Business as healer
David Weinberger on Culture
I'm a political person. If sports were on the front page and politics on the back, I'd be reading the newspaper rear-to-front. And perhaps you've noticed that we've just been through a campaign that was, let's say, a tad divisive.
But now we're back at work. For many of us, our place of work is one of the few zones in which we are required to spend time with people who are different from us — given the homogeneity of too many workplaces, perhaps not as different as would be best for our nation, but still different.
There are two ways to overcome differences as deep as those that rend us politically. First, you can find common ground on political issues. Second, you can find other common grounds that put the political differences in perspective. The first is a valuable process, of course, but is especially difficult after a year of campaigning designed to exacerbate the differences. The second is what we get at work: Engaged in a common task, I learn that you, with whom I disagree profoundly on politics, have virtues that provide a context for understanding your political 'folly.'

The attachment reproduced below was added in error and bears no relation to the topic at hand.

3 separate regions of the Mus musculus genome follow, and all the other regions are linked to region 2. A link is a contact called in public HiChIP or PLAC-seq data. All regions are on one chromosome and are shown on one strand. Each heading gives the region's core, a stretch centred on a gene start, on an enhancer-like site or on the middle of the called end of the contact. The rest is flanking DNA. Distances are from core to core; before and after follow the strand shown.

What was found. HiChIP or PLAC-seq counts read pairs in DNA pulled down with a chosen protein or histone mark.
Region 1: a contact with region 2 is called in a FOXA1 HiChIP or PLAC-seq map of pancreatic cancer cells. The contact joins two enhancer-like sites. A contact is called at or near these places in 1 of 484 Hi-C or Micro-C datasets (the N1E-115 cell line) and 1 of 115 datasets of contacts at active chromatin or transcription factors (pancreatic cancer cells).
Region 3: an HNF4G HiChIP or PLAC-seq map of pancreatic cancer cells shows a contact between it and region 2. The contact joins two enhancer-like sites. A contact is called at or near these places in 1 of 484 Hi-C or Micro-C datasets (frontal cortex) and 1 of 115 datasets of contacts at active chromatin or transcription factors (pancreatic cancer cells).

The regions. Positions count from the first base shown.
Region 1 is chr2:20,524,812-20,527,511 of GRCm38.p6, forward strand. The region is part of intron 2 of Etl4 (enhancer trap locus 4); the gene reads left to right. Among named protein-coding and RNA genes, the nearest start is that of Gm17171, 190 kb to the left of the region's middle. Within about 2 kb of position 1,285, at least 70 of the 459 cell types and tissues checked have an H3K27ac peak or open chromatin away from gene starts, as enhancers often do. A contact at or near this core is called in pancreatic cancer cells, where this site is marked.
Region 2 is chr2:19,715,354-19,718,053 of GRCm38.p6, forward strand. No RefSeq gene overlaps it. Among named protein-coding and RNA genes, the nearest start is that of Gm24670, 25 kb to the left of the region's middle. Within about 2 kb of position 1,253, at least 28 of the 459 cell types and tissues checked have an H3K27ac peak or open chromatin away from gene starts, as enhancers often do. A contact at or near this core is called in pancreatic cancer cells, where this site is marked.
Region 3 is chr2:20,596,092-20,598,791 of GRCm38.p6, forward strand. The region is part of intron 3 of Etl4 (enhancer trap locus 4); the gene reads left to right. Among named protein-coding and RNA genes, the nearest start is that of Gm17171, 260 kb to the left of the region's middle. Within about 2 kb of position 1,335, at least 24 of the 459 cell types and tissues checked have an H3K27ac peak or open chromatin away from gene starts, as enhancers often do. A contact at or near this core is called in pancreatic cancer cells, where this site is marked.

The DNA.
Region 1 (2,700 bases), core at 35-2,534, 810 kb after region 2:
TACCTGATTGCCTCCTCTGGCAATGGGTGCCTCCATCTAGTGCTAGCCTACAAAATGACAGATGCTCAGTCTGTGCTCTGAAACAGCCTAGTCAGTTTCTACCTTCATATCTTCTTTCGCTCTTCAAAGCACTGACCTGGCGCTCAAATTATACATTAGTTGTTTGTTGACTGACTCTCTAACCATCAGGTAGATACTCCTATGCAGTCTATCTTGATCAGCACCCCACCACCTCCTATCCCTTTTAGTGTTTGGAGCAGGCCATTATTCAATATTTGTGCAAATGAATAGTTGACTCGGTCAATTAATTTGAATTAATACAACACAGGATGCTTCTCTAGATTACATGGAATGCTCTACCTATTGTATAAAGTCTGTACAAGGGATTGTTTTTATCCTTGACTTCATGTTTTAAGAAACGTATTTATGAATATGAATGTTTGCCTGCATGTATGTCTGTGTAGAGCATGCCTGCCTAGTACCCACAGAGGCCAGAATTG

Working together can help heal us.